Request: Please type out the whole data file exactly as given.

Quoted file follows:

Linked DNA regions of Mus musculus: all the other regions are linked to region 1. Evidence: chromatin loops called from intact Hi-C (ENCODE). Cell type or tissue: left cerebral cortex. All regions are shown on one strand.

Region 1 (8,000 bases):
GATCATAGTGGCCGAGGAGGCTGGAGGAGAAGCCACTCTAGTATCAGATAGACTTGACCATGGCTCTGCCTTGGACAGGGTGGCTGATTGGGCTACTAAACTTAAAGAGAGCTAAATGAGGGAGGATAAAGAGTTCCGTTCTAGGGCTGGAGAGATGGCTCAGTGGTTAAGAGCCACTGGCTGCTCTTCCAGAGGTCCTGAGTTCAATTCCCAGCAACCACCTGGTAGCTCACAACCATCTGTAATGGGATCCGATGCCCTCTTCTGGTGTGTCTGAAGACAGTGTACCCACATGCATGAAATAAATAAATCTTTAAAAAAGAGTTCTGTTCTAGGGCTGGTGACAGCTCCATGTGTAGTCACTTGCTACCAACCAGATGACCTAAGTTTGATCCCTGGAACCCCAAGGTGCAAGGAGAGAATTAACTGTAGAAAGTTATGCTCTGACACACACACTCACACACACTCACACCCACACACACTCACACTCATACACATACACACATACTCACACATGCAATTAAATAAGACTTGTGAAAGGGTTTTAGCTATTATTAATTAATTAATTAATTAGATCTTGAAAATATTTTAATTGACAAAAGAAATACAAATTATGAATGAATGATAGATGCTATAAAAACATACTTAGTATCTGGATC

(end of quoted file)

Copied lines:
Linked DNA regions of Mus musculus: all the other regions are linked to region 1. Evidence: chromatin loops called from intact Hi-C (ENCODE). Cell type or tissue: left cerebral cortex. All regions are shown on one strand.

Region 1 (8,000 bases):
GATCATAGTGGCCGAGGAGGCTGGAGGAGAAGCCACTCTAGTATCAGATAGACTTGACCATGGCTCTGCCTTGGACAGGGTGGCTGATTGGGCTACTAAACTTAAAGAGAGCTAAATGAGGGAGGATAAAGAGTTCCGTTCTAGGGCTGGAGAGATGGCTCAGTGGTTAAGAGCCACTGGCTGCTCTTCCAGAGGTCCTGAGTTCAATTCCCAGCAACCACCTGGTAGCTCACAACCATCTGTAATGGGATCCGATGCCCTCTTCTGGTGTGTCTGAAGACAGTGTACCCACATGCATGAAATAAATAAATCTTTAAAAAAGAGTTCTGTTCTAGGGCTGGTGACAGCTCCATGTGTAGTCACTTGCTACCAACCAGATGACCTAAGTTTGATCCCTGGAACCCCAAGGTGCAAGGAGAGAATTAACTGTAGAAAGTTATGCTCTGACACACACACTCACACACACTCACACCCACACACACTCACACTCATACACATACACACATACTCACACATGCAATTAAATAAGACTTGTGAAAGGGTTTTAGCTATTATTAATTAATTAATTAATTAGATCTTGAAAATATTTTAATTGACAAAAGAAATACAAATTATGAATGAATGATAGATGCTATAAAAACATACTTAGTATCTGGATC